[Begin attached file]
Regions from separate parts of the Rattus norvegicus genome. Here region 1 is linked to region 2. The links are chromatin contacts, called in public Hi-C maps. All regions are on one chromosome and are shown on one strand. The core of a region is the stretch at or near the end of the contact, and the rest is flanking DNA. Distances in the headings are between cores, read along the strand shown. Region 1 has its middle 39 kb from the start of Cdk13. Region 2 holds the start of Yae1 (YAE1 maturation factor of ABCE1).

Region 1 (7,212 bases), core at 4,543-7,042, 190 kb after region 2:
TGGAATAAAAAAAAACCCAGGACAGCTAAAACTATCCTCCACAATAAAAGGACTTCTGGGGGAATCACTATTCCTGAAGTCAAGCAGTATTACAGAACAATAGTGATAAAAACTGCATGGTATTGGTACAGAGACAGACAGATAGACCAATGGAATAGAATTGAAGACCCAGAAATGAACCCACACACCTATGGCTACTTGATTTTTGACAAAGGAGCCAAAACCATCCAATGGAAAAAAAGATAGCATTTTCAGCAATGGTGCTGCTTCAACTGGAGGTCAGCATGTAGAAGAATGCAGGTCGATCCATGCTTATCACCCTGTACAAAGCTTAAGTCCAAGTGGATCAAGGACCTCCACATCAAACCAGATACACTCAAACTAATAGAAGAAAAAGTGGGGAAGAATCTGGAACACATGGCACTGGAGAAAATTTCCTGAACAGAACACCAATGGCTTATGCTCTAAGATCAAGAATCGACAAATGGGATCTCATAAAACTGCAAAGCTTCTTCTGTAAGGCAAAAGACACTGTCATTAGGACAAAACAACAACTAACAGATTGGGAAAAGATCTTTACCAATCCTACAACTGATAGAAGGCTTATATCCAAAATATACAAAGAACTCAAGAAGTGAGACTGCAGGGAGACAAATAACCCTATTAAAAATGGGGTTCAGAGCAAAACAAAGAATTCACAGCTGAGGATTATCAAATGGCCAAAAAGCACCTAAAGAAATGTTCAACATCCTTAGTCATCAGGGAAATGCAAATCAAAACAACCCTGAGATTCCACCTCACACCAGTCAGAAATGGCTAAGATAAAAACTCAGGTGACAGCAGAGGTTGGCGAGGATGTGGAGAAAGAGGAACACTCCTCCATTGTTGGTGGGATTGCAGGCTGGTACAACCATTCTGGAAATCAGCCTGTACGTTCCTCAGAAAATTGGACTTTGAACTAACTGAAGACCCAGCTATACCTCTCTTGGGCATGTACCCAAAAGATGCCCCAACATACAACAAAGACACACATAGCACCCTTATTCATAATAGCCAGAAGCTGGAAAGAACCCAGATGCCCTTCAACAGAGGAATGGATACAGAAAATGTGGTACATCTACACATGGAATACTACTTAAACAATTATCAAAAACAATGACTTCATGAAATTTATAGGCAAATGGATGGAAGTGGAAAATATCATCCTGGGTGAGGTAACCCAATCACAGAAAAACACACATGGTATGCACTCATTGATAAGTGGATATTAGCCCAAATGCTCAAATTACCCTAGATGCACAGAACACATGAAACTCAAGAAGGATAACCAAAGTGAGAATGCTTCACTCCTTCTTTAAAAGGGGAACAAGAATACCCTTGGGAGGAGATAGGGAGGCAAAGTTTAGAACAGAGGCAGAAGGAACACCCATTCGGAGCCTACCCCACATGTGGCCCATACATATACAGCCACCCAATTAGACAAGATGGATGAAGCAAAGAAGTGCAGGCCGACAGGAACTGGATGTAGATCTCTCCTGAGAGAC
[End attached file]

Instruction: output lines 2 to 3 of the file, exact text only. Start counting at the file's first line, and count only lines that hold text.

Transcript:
Region 1 (7,212 bases), core at 4,543-7,042, 190 kb after region 2:
TGGAATAAAAAAAAACCCAGGACAGCTAAAACTATCCTCCACAATAAAAGGACTTCTGGGGGAATCACTATTCCTGAAGTCAAGCAGTATTACAGAACAATAGTGATAAAAACTGCATGGTATTGGTACAGAGACAGACAGATAGACCAATGGAATAGAATTGAAGACCCAGAAATGAACCCACACACCTATGGCTACTTGATTTTTGACAAAGGAGCCAAAACCATCCAATGGAAAAAAAGATAGCATTTTCAGCAATGGTGCTGCTTCAACTGGAGGTCAGCATGTAGAAGAATGCAGGTCGATCCATGCTTATCACCCTGTACAAAGCTTAAGTCCAAGTGGATCAAGGACCTCCACATCAAACCAGATACACTCAAACTAATAGAAGAAAAAGTGGGGAAGAATCTGGAACACATGGCACTGGAGAAAATTTCCTGAACAGAACACCAATGGCTTATGCTCTAAGATCAAGAATCGACAAATGGGATCTCATAAAACTGCAAAGCTTCTTCTGTAAGGCAAAAGACACTGTCATTAGGACAAAACAACAACTAACAGATTGGGAAAAGATCTTTACCAATCCTACAACTGATAGAAGGCTTATATCCAAAATATACAAAGAACTCAAGAAGTGAGACTGCAGGGAGACAAATAACCCTATTAAAAATGGGGTTCAGAGCAAAACAAAGAATTCACAGCTGAGGATTATCAAATGGCCAAAAAGCACCTAAAGAAATGTTCAACATCCTTAGTCATCAGGGAAATGCAAATCAAAACAACCCTGAGATTCCACCTCACACCAGTCAGAAATGGCTAAGATAAAAACTCAGGTGACAGCAGAGGTTGGCGAGGATGTGGAGAAAGAGGAACACTCCTCCATTGTTGGTGGGATTGCAGGCTGGTACAACCATTCTGGAAATCAGCCTGTACGTTCCTCAGAAAATTGGACTTTGAACTAACTGAAGACCCAGCTATACCTCTCTTGGGCATGTACCCAAAAGATGCCCCAACATACAACAAAGACACACATAGCACCCTTATTCATAATAGCCAGAAGCTGGAAAGAACCCAGATGCCCTTCAACAGAGGAATGGATACAGAAAATGTGGTACATCTACACATGGAATACTACTTAAACAATTATCAAAAACAATGACTTCATGAAATTTATAGGCAAATGGATGGAAGTGGAAAATATCATCCTGGGTGAGGTAACCCAATCACAGAAAAACACACATGGTATGCACTCATTGATAAGTGGATATTAGCCCAAATGCTCAAATTACCCTAGATGCACAGAACACATGAAACTCAAGAAGGATAACCAAAGTGAGAATGCTTCACTCCTTCTTTAAAAGGGGAACAAGAATACCCTTGGGAGGAGATAGGGAGGCAAAGTTTAGAACAGAGGCAGAAGGAACACCCATTCGGAGCCTACCCCACATGTGGCCCATACATATACAGCCACCCAATTAGACAAGATGGATGAAGCAAAGAAGTGCAGGCCGACAGGAACTGGATGTAGATCTCTCCTGAGAGAC